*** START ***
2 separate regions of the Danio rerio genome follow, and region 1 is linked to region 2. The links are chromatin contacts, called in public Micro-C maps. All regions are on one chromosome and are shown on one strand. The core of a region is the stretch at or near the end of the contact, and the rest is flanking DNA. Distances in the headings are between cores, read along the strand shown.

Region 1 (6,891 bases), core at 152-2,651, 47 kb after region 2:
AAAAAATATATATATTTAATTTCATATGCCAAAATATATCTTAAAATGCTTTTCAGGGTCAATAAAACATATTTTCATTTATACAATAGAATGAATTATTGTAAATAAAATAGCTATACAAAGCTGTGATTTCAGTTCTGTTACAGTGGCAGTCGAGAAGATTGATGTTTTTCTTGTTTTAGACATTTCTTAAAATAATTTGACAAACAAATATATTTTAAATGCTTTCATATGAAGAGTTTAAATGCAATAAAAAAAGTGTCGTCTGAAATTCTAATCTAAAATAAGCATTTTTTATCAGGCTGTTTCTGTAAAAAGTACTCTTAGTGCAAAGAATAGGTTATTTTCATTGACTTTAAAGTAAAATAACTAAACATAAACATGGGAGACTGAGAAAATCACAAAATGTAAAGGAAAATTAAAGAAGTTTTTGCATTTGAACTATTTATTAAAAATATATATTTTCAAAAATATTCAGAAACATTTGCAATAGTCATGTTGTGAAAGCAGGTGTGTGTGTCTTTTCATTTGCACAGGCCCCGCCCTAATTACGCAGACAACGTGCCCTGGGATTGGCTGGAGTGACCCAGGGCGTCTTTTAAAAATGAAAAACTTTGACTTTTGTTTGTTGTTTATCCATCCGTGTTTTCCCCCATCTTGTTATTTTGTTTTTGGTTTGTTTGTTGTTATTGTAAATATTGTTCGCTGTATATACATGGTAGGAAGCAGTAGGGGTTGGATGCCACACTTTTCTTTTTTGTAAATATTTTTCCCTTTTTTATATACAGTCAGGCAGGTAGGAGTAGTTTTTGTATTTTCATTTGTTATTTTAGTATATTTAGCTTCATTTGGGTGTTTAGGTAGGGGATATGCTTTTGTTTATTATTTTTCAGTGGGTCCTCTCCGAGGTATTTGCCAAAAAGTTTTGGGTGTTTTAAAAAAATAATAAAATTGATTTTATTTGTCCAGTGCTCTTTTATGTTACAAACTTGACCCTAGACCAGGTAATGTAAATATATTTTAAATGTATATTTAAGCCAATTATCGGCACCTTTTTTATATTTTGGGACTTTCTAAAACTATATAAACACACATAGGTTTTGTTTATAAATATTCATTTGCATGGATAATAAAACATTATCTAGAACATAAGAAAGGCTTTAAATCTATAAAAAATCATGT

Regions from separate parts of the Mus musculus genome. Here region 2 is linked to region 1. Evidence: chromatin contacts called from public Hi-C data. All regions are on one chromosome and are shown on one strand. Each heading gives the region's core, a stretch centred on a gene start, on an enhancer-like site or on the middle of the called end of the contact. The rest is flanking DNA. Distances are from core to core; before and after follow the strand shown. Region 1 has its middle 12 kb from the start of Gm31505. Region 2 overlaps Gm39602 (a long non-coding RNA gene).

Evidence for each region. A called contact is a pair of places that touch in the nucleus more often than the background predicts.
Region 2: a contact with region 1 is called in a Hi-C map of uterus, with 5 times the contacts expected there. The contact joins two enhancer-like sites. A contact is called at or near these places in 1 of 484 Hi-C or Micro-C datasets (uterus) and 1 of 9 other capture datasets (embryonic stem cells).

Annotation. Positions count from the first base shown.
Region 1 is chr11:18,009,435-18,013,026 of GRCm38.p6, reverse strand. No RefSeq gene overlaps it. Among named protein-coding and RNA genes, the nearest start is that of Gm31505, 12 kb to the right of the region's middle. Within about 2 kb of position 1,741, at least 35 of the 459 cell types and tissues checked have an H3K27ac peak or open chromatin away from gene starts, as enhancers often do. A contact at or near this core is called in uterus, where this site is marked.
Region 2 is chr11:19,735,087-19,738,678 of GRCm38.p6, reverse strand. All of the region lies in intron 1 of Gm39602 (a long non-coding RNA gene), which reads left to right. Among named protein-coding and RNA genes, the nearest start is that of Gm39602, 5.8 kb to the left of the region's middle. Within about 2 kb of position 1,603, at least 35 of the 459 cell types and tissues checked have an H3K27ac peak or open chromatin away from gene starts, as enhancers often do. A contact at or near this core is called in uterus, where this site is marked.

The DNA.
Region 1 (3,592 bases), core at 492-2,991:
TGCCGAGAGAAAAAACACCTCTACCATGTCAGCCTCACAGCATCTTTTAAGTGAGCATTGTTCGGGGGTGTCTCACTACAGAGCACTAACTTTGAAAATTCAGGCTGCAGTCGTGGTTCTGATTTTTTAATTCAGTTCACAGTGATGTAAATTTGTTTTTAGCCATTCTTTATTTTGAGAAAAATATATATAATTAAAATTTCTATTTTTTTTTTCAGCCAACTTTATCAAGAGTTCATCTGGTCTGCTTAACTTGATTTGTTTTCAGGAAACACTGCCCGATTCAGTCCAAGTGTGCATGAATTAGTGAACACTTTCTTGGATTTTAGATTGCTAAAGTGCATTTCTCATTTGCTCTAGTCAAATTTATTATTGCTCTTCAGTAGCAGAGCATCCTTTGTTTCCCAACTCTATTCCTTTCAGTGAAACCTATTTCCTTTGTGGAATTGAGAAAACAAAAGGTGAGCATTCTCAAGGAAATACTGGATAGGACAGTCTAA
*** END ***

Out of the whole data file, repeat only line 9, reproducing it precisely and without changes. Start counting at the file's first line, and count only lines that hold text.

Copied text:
Region 2 is chr11:19,735,087-19,738,678 of GRCm38.p6, reverse strand. All of the region lies in intron 1 of Gm39602 (a long non-coding RNA gene), which reads left to right. Among named protein-coding and RNA genes, the nearest start is that of Gm39602, 5.8 kb to the left of the region's middle. Within about 2 kb of position 1,603, at least 35 of the 459 cell types and tissues checked have an H3K27ac peak or open chromatin away from gene starts, as enhancers often do. A contact at or near this core is called in uterus, where this site is marked.